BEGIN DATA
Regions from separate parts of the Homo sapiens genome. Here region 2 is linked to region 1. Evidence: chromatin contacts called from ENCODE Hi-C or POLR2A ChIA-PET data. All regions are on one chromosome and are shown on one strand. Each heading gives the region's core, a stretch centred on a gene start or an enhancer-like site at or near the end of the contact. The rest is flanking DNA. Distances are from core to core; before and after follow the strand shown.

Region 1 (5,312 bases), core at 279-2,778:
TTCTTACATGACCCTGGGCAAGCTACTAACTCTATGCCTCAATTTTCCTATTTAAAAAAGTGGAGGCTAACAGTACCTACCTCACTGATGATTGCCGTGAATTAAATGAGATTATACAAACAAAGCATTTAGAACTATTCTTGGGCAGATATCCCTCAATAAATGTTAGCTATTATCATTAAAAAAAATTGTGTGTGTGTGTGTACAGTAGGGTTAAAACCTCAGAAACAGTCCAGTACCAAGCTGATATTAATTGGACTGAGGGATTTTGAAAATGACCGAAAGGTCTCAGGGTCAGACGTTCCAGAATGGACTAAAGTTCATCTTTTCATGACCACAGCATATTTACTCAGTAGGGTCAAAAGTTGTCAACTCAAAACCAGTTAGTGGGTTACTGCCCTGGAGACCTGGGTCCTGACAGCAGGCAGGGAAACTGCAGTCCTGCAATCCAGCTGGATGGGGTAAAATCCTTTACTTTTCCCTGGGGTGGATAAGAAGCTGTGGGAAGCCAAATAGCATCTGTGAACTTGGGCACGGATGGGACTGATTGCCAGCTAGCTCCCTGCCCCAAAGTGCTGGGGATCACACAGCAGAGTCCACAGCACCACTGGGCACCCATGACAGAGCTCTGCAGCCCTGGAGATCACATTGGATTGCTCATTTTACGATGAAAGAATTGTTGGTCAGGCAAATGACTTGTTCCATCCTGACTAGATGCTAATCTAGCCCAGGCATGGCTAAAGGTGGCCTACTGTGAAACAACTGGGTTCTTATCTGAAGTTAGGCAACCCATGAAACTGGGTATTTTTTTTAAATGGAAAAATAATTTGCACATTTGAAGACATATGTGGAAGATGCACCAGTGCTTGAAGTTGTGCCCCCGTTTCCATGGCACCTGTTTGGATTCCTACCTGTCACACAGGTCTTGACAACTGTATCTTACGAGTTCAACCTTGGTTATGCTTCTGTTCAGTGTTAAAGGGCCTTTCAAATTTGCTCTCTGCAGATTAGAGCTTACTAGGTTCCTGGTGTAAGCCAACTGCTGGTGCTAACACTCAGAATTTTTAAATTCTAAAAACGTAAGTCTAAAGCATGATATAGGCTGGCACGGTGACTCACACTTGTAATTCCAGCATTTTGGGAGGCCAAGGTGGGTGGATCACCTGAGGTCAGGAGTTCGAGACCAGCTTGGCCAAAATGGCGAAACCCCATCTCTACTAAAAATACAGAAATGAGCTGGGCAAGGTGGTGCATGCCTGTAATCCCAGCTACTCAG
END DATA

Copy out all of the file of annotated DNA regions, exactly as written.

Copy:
Regions from separate parts of the Homo sapiens genome. Here region 2 is linked to region 1. Evidence: chromatin contacts called from ENCODE Hi-C or POLR2A ChIA-PET data. All regions are on one chromosome and are shown on one strand. Each heading gives the region's core, a stretch centred on a gene start or an enhancer-like site at or near the end of the contact. The rest is flanking DNA. Distances are from core to core; before and after follow the strand shown.

Region 1 (5,312 bases), core at 279-2,778:
TTCTTACATGACCCTGGGCAAGCTACTAACTCTATGCCTCAATTTTCCTATTTAAAAAAGTGGAGGCTAACAGTACCTACCTCACTGATGATTGCCGTGAATTAAATGAGATTATACAAACAAAGCATTTAGAACTATTCTTGGGCAGATATCCCTCAATAAATGTTAGCTATTATCATTAAAAAAAATTGTGTGTGTGTGTGTACAGTAGGGTTAAAACCTCAGAAACAGTCCAGTACCAAGCTGATATTAATTGGACTGAGGGATTTTGAAAATGACCGAAAGGTCTCAGGGTCAGACGTTCCAGAATGGACTAAAGTTCATCTTTTCATGACCACAGCATATTTACTCAGTAGGGTCAAAAGTTGTCAACTCAAAACCAGTTAGTGGGTTACTGCCCTGGAGACCTGGGTCCTGACAGCAGGCAGGGAAACTGCAGTCCTGCAATCCAGCTGGATGGGGTAAAATCCTTTACTTTTCCCTGGGGTGGATAAGAAGCTGTGGGAAGCCAAATAGCATCTGTGAACTTGGGCACGGATGGGACTGATTGCCAGCTAGCTCCCTGCCCCAAAGTGCTGGGGATCACACAGCAGAGTCCACAGCACCACTGGGCACCCATGACAGAGCTCTGCAGCCCTGGAGATCACATTGGATTGCTCATTTTACGATGAAAGAATTGTTGGTCAGGCAAATGACTTGTTCCATCCTGACTAGATGCTAATCTAGCCCAGGCATGGCTAAAGGTGGCCTACTGTGAAACAACTGGGTTCTTATCTGAAGTTAGGCAACCCATGAAACTGGGTATTTTTTTTAAATGGAAAAATAATTTGCACATTTGAAGACATATGTGGAAGATGCACCAGTGCTTGAAGTTGTGCCCCCGTTTCCATGGCACCTGTTTGGATTCCTACCTGTCACACAGGTCTTGACAACTGTATCTTACGAGTTCAACCTTGGTTATGCTTCTGTTCAGTGTTAAAGGGCCTTTCAAATTTGCTCTCTGCAGATTAGAGCTTACTAGGTTCCTGGTGTAAGCCAACTGCTGGTGCTAACACTCAGAATTTTTAAATTCTAAAAACGTAAGTCTAAAGCATGATATAGGCTGGCACGGTGACTCACACTTGTAATTCCAGCATTTTGGGAGGCCAAGGTGGGTGGATCACCTGAGGTCAGGAGTTCGAGACCAGCTTGGCCAAAATGGCGAAACCCCATCTCTACTAAAAATACAGAAATGAGCTGGGCAAGGTGGTGCATGCCTGTAATCCCAGCTACTCAG